One day in 1986, after years of addiction, Christopher Kennedy Lawson reached a turning point.
At 31, he could look back on a decade of addiction, hospital emergency room visits and the heartbreak he was causing to the people who loved him.
At Georgetown University aged 21, his problems began. “I went there to study Jefferson and ended up moving in next door to a frat house full of heroin addicts," he says. "That was my introduction to police stations and emergency rooms.”
In his 2005 New York Times bestseller, “Symptoms of Withdrawal,” he vividly outlined his descent into near fatal drug and alcohol dependency.
And in “Moments of Clarity,” Kennedy Lawford’s new book about overcoming addiction, he talks to 43 people – most of them famous – about their own struggles with addiction.
In each case they write riveting accounts of their flirtation with complete disaster and they share what helped them to overcome their addictions.
They also share how much better their lives become when they save themselves, a bright change in fortune that Kennedy Lawford shares.
In the book he argues that an individual has to hit rock bottom and achieve what he calls “surrender” before he or she can see a way toward healing. “That’s a spiritual thing and a mental thing and it’s not something you can plan for – it just happens. You can’t heal yourself until you do.”
“Ultimately all addicts and alcoholics are either trying to escape their lives or fill a hole in their souls,” Kennedy Lawford explains. “I think that ultimately that’s what we’re dealing with. In my own case it was a spiritual malady – whether that was created by the circumstances of my life, or whether I was born with it is not really germane. I just know I have it.”
Kennedy Lawford points out that by the age of 13, two of his uncles had been murdered, and that he was the product of a divorce. But he rejects the suggestion that growing up in Irish-America’s most elite family may have contributed to his descent into addiction.
“We know today that by age 13 if you suffered some kind of major trauma you’re at a much higher risk of going down a dark road,” he says. “Those were my circumstances but plenty of people have similar circumstances and stayed straight. It contributed, but I was blessed with the life I was given. It was not burdensome at all.”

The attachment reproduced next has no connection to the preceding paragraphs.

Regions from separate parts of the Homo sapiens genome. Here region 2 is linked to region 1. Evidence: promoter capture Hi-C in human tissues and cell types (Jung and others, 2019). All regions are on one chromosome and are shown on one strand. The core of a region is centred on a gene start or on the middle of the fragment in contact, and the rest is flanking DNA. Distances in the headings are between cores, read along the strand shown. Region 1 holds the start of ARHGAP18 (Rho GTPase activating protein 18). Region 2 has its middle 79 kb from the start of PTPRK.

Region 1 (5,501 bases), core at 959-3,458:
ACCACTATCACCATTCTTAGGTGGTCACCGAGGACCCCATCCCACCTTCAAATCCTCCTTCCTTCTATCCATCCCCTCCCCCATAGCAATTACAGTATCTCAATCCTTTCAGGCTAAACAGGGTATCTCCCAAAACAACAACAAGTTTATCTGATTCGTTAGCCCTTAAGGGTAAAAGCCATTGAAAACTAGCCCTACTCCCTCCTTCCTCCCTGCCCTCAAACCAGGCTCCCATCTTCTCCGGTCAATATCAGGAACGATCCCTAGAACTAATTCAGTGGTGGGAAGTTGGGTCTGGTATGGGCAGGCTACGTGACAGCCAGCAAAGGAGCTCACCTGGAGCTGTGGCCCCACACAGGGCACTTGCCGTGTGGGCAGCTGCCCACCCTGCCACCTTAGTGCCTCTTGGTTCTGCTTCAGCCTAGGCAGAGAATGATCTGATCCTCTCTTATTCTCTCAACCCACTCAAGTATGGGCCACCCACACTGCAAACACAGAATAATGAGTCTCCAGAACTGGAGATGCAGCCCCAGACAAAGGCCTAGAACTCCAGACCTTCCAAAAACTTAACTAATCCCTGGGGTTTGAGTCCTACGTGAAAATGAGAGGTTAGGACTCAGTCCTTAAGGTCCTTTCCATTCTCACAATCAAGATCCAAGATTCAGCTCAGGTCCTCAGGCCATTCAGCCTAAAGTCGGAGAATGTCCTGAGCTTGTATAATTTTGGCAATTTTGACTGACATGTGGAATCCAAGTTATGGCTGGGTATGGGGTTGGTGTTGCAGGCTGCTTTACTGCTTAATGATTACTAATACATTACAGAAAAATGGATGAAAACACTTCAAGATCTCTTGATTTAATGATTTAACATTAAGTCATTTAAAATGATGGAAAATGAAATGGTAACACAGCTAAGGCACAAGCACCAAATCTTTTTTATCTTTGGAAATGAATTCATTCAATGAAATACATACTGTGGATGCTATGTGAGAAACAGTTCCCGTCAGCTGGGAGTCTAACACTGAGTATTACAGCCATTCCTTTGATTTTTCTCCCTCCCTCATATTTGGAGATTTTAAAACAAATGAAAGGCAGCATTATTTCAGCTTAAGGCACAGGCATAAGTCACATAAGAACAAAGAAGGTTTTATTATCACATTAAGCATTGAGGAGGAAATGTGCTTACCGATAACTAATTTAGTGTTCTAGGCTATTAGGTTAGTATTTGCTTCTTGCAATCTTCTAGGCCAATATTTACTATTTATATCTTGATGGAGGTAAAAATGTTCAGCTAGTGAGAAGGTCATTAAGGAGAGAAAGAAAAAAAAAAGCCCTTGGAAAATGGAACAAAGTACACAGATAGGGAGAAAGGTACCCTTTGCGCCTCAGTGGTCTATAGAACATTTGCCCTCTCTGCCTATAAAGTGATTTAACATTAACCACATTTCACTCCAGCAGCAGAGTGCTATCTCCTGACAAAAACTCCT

When Kennedy Lawford’s own moment of clarity arrived, he says he was aged 31 and realized he “had missed the last 17 years” of his life.
“So I was finally in a position to do what I wanted for the first time. In a moment of complete insanity I became an actor, right after when my first child was born and most people are getting real jobs. Because of my elongated youth that was my path.”
“I saw where alcoholism would take you, left untreated. My dad (Peter Kennedy Lawford) tried to get sober for a long time but nothing ever worked. Seeing how alcoholism could take someone who virtually had everything and just reduce them to nothing, dying a pretty horrible death that was a huge pat of me being able to get sober finally. I saw where I would go. My dad died in 1985 and I got sober in 1986.”
His path to recovery included studying for a Masters Degree in Clinical Psychology from Harvard University. “The only thing I really knew was addiction and how to overcome it so I decided to put my own life experience to work. I can now work in the field I was ostensibly a part of.”
The Irish, and in particular the Irish male, has an often remarked-upon tendency toward stoicism and insularity. Even today a lot of Irish people still have a horror of psychiatry and what they see as touchy-feely quack psychology.
“I think the Irish live with their hearts. That’s why alcohol is important to them. It allows them to unlock the doors to who they really are. But I think the trick really is you have to learn to do everything sober that used to do drunk.”
“Moments of Clarity,” by Christopher Kennedy Lawson, William Morrow $25.99.